In this season after Easter, I am sure we have also gone back to business as usual. We are back to work, back to school, back on our usual exercise routine, back making lunches, wiping noses, back to yard-work and bills. We have gone back to fishing–the things we are used to, the routines we know best. And sometimes these tasks seem endless, fruitless. We fish all night without catching a single thing. And yet, even in those routines, even in the dark, even when we come up empty after hours of endless work, Christ comes. Christ comes at daybreak, with the light peeking in and changes everything.
Christ doesn’t appear in the boat. He yells from shore some advice–”try the right side.” At first, the disciples don’t realize it’s him. After hours of fruitless labor, I would be prone to say (especially to a stranger), “We have already tried. If you think you know so well, they come over here and prove it.” I am just prideful enough to think if I can’t do it, then no one can, and what the use of trying one more time. But the disciples don’t. Maybe they’ve learned to listen–even to a stranger. They’ve learned other voices can be wise; it might even be God’s voice. They are open. They are willing. So they listen. They cast their net in, on the right side and they find an abundance.
So maybe this text is saying to us this day: get out. Go fishing. But be open. Listen to other voices–even when you are tired, even when you think you have done everything you can. Because Christ meets us where we are, even in the dark, out on a boat. But there’s more.
As soon as they pull up the nets, the beloved disciple tells Peter, “It is the Lord!”–sometimes it takes another person to help us recognize Christ in our midst. And Peter, he puts on his clothes and jumps into the sea. This probably seems strange to think about–a little counterintuitive. But let’s compare Peter with other people who were concerned about nakedness in the Bible, Adam and Eve. After eating the forbidden fruit, Adam and Eve are ashamed of their nakedness and probably, ashamed of their sin–doing something they weren’t supposed to, so they hide from God. And eventually God lovingly sews them clothes to wear. Peter, is also ashamed of his sin, of denying Jesus. And so symbolically and physically, Peter puts on his clothes–he’s aware of what he has done. He has fallen short. But instead of hiding from Jesus, he jumps right into the sea and swims on over. Peter’s shame and sin does not prevent him from going to Jesus–he is eager to see his friend, to be reunited. Peter shows his love by taking the plunge.
I think Peter too, like our youth, went fishing to find some peace and have a little joy and excitement. He goes hoping to have a little joy instead of grief. And he gets that–and more. They go fishing and get the catch of their lives–an overabundance, 153 fish. But even, better they catch a glimpse of Christ. When they arrive on the shore, Jesus has a fire with fish and bread waiting on them. Jesus feeds them, and his words remind them and us of the feeding of the 5000 and the last supper–both stories of abundance. After breakfast, Jesus asks Peter, three questions. “Simon, do you love me?” Peter says, Yes, Lord, you know that I love you! Three times Jesus asks. And each time, Jesus commands Peter, “Tend my sheep.” “Feed my sheep.” By the third time, Peter is hurt. He wonders, why Jesus doesn’t believe him. But his answer I think becomes more vulnerable and true–it’s a confession–”Lord, you know everything. You know that I love you.”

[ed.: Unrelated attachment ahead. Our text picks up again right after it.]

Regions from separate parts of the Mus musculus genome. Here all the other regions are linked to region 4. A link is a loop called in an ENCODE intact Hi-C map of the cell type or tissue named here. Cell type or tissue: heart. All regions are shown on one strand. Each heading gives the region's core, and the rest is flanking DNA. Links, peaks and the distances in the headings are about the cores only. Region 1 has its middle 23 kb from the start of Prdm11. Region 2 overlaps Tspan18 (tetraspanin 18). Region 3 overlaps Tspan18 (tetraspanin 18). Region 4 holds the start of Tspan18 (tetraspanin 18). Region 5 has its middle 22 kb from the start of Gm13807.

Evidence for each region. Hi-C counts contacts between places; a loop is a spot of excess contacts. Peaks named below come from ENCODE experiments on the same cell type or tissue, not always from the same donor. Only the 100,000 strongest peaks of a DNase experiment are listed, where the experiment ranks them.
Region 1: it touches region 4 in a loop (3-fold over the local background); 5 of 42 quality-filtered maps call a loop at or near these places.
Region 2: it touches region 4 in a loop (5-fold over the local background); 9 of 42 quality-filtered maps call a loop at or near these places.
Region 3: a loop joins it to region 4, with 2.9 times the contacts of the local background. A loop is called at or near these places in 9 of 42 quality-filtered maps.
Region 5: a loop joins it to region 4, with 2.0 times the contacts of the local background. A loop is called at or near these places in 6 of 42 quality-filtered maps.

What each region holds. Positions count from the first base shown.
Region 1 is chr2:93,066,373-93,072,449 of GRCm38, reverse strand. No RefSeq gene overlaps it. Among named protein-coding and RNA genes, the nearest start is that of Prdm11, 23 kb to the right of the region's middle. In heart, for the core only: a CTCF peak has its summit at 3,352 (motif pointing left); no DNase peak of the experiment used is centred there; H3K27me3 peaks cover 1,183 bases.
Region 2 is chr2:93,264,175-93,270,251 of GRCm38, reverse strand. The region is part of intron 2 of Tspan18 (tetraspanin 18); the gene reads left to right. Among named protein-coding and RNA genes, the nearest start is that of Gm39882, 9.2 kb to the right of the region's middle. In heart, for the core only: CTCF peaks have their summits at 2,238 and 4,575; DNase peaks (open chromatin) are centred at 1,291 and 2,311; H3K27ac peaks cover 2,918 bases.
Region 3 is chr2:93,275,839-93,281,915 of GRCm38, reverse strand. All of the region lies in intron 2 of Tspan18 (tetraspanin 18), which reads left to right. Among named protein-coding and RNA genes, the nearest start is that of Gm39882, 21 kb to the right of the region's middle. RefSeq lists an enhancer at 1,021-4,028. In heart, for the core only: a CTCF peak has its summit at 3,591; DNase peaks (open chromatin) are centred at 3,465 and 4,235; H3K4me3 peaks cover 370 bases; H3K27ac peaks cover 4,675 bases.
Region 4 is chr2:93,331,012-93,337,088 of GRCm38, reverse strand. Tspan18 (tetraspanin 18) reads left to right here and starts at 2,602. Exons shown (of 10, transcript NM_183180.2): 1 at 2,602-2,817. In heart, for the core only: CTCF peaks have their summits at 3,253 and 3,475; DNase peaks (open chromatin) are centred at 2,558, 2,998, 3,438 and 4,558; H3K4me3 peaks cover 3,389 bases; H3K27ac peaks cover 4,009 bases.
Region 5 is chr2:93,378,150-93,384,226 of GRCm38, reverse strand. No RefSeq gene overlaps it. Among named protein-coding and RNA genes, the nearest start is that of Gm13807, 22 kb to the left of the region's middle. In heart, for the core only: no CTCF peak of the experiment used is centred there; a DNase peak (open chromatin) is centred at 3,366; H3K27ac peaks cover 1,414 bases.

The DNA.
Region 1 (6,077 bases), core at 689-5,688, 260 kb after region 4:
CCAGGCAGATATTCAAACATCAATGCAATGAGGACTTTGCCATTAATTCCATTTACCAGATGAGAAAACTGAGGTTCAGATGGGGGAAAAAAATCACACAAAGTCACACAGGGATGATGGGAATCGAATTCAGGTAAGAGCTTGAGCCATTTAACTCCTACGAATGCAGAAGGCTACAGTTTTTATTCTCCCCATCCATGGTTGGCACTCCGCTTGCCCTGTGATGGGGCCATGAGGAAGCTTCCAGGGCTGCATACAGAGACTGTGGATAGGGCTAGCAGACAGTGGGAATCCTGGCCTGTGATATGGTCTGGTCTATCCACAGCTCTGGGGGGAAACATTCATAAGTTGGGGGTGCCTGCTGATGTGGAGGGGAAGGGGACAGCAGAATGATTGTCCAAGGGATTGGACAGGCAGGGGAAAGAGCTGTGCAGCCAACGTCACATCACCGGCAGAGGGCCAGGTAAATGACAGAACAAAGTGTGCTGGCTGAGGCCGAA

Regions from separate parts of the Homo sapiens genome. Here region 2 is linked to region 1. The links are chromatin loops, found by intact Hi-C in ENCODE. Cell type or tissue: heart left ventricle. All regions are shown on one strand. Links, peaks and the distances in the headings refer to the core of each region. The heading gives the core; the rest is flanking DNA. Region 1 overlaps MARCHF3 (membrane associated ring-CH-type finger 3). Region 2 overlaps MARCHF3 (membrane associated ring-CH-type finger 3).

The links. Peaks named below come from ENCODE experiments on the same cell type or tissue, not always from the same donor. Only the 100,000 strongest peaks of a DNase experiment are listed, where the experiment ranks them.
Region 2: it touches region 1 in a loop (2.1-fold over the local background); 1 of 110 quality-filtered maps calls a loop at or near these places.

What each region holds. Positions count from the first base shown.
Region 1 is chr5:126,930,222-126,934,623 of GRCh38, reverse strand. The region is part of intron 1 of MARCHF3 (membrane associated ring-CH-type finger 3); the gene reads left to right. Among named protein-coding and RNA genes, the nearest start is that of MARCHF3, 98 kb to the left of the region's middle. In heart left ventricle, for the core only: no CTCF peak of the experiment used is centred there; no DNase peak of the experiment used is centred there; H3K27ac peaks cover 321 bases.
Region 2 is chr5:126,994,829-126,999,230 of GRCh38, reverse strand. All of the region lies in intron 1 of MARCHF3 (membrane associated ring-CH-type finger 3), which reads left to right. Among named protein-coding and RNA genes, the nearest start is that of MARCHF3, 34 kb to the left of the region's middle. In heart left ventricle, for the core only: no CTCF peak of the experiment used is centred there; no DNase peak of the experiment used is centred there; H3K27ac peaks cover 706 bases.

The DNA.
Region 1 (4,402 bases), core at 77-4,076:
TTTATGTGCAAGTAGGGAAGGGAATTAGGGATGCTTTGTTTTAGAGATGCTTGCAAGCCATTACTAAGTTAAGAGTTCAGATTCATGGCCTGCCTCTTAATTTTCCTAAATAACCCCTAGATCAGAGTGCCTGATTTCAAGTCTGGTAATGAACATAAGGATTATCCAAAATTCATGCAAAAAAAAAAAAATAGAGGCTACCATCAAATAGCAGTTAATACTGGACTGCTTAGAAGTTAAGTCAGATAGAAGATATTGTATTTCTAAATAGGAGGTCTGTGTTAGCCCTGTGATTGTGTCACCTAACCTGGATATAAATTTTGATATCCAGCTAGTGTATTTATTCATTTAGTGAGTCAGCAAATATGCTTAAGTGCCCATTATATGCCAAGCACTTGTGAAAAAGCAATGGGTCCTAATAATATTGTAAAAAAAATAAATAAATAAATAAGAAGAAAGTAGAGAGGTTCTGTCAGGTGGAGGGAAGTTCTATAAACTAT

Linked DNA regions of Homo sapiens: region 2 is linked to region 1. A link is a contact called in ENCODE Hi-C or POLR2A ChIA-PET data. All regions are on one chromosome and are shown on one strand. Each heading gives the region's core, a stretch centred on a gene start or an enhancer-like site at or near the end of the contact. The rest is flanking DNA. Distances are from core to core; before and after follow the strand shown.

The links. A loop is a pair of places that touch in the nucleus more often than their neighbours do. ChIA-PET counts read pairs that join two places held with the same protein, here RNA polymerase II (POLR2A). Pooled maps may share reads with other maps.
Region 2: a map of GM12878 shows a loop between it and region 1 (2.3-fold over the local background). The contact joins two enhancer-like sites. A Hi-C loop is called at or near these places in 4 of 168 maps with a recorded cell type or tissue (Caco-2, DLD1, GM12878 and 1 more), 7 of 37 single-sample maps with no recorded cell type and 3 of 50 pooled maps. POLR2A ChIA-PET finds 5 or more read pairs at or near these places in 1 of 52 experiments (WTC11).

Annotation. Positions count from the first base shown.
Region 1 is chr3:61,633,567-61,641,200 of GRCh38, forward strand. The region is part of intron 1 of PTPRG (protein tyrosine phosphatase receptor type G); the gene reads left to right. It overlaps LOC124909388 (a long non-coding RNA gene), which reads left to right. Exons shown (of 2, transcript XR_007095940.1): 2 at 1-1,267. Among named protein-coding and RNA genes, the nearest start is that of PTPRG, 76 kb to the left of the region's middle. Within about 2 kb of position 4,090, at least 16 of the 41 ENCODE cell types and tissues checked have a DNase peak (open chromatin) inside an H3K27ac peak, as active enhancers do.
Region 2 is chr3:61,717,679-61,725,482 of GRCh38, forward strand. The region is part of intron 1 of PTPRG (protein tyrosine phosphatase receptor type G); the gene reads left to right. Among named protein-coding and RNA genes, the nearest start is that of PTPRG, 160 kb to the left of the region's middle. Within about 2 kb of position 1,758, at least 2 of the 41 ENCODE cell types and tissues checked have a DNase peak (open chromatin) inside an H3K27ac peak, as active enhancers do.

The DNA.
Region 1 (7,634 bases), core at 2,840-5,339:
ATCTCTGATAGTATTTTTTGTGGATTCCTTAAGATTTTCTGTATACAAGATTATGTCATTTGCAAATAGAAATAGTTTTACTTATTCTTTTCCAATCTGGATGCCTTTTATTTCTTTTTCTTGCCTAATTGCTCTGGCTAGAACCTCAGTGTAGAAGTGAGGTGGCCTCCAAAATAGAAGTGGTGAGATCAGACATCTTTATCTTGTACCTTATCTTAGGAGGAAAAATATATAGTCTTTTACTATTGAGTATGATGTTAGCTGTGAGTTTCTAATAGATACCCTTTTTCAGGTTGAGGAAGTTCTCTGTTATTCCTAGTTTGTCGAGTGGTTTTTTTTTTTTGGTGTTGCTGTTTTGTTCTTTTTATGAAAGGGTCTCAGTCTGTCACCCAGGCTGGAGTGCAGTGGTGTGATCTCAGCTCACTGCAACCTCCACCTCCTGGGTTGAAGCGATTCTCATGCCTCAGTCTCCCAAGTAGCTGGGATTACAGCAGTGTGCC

I wonder if Jesus keeps grilling Peter because he doesn’t want Peter just to say that he loves Jesus. He wants Peter to actually do something. Peter has said words before, and then not followed through. We know Peter had said, “I would never deny you!” and then gone on and denied. For Jesus, I don’t think love is just about saying, “I love you.” He wants Peter to show his love, to start tending and feeding Christ’s flock. He wants Peter to leave his boat and follow him.
What I find amazing though is that before Christ commands Peter to feed and tend, Christ feeds and cares for Peter. Christ doesn’t call him to do something that Jesus does not do himself. Today, there is so much good news in one passage: first, go fish: we know that Jesus meets us where we are; second, our Messiah, our Lord is one of abundance—Christ can fill our empty nest until they are bursting with hope, third—Christ doesn’t just fill us with abundance, Christ wants to be with us, share in meal with us. Yet Christ also challenges us here at this table too. Do we love Christ? If our answer is yes, then that means it cannot be by word alone. Christ asks us to “Feed his sheep and tend his lambs.” It is because we are filled and cared for here at this table, that we are called to do this same. So I today Christ asks you and me, each one of us: “Do you love me?” Yes? Then “Follow me.” Amen.